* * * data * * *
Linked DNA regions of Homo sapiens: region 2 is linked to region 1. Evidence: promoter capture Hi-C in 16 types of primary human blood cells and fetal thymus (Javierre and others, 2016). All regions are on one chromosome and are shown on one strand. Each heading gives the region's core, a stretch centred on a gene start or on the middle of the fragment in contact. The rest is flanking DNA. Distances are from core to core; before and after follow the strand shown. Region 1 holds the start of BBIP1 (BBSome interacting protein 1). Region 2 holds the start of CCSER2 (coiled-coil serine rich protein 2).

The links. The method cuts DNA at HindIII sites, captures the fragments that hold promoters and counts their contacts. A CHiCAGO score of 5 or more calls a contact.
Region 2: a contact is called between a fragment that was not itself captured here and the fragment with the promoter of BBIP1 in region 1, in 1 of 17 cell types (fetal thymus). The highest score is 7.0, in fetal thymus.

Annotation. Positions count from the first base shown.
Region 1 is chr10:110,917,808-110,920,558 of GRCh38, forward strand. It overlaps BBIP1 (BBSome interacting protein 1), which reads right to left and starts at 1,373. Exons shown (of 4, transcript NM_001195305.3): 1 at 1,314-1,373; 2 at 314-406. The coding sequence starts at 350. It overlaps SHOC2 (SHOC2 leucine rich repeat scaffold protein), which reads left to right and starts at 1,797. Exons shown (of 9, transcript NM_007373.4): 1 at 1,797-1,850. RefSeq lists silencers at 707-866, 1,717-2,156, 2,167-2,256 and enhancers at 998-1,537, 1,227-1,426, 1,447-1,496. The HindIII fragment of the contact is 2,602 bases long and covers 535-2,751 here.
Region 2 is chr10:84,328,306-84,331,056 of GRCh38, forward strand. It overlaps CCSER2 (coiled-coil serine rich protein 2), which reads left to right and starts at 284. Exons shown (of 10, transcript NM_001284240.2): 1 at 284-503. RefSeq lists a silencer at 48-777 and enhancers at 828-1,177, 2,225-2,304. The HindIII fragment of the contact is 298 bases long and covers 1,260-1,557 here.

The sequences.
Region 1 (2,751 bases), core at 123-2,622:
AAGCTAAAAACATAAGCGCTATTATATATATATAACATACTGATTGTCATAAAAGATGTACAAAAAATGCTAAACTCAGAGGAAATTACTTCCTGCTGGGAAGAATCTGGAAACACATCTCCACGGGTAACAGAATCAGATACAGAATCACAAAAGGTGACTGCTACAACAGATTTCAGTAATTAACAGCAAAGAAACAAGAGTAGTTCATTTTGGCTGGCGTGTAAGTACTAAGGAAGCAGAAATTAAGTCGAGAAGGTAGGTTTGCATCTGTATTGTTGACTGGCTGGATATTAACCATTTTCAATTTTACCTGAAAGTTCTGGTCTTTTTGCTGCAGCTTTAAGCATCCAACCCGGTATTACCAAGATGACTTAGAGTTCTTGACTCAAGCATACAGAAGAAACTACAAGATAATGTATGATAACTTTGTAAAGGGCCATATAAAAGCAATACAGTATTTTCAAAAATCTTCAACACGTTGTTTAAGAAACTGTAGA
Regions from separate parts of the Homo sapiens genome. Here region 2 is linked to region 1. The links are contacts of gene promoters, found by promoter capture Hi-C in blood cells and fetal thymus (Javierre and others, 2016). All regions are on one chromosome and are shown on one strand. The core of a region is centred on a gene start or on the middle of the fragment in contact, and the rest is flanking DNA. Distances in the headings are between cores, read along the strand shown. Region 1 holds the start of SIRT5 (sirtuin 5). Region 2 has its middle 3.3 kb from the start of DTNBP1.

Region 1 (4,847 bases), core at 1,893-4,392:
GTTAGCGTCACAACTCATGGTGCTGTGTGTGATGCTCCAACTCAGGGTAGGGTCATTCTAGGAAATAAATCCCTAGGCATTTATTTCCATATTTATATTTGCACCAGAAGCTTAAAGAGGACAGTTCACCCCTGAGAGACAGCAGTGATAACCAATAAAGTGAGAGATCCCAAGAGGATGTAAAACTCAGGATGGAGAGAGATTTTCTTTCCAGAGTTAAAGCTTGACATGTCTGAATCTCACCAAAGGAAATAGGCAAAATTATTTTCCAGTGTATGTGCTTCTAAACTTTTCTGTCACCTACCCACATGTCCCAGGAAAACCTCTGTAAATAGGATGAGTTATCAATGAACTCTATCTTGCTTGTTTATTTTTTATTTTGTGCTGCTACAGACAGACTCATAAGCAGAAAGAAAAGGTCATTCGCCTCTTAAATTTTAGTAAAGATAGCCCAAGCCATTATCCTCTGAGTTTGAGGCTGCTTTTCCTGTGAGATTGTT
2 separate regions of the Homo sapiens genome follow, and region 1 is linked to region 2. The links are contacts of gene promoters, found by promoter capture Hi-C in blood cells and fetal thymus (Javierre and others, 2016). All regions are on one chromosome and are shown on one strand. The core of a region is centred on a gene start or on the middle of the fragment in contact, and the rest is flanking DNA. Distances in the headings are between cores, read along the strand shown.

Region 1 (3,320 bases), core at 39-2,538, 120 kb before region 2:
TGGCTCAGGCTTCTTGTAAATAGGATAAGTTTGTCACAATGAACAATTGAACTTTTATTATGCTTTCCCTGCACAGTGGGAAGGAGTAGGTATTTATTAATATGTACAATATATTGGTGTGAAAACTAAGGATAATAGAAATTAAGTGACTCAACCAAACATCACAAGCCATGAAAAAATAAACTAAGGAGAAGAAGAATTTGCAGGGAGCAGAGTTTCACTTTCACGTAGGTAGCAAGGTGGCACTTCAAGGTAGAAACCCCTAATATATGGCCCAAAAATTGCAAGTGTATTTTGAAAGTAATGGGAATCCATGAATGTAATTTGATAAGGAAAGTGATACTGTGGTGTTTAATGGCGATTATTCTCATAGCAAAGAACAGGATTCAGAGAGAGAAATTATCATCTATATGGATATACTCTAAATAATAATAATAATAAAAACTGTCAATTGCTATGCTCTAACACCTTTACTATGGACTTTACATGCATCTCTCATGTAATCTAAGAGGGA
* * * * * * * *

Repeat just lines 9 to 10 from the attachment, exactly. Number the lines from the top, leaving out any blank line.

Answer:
AAGCTAAAAACATAAGCGCTATTATATATATATAACATACTGATTGTCATAAAAGATGTACAAAAAATGCTAAACTCAGAGGAAATTACTTCCTGCTGGGAAGAATCTGGAAACACATCTCCACGGGTAACAGAATCAGATACAGAATCACAAAAGGTGACTGCTACAACAGATTTCAGTAATTAACAGCAAAGAAACAAGAGTAGTTCATTTTGGCTGGCGTGTAAGTACTAAGGAAGCAGAAATTAAGTCGAGAAGGTAGGTTTGCATCTGTATTGTTGACTGGCTGGATATTAACCATTTTCAATTTTACCTGAAAGTTCTGGTCTTTTTGCTGCAGCTTTAAGCATCCAACCCGGTATTACCAAGATGACTTAGAGTTCTTGACTCAAGCATACAGAAGAAACTACAAGATAATGTATGATAACTTTGTAAAGGGCCATATAAAAGCAATACAGTATTTTCAAAAATCTTCAACACGTTGTTTAAGAAACTGTAGA
Regions from separate parts of the Homo sapiens genome. Here region 2 is linked to region 1. The links are contacts of gene promoters, found by promoter capture Hi-C in blood cells and fetal thymus (Javierre and others, 2016). All regions are on one chromosome and are shown on one strand. The core of a region is centred on a gene start or on the middle of the fragment in contact, and the rest is flanking DNA. Distances in the headings are between cores, read along the strand shown. Region 1 holds the start of SIRT5 (sirtuin 5). Region 2 has its middle 3.3 kb from the start of DTNBP1.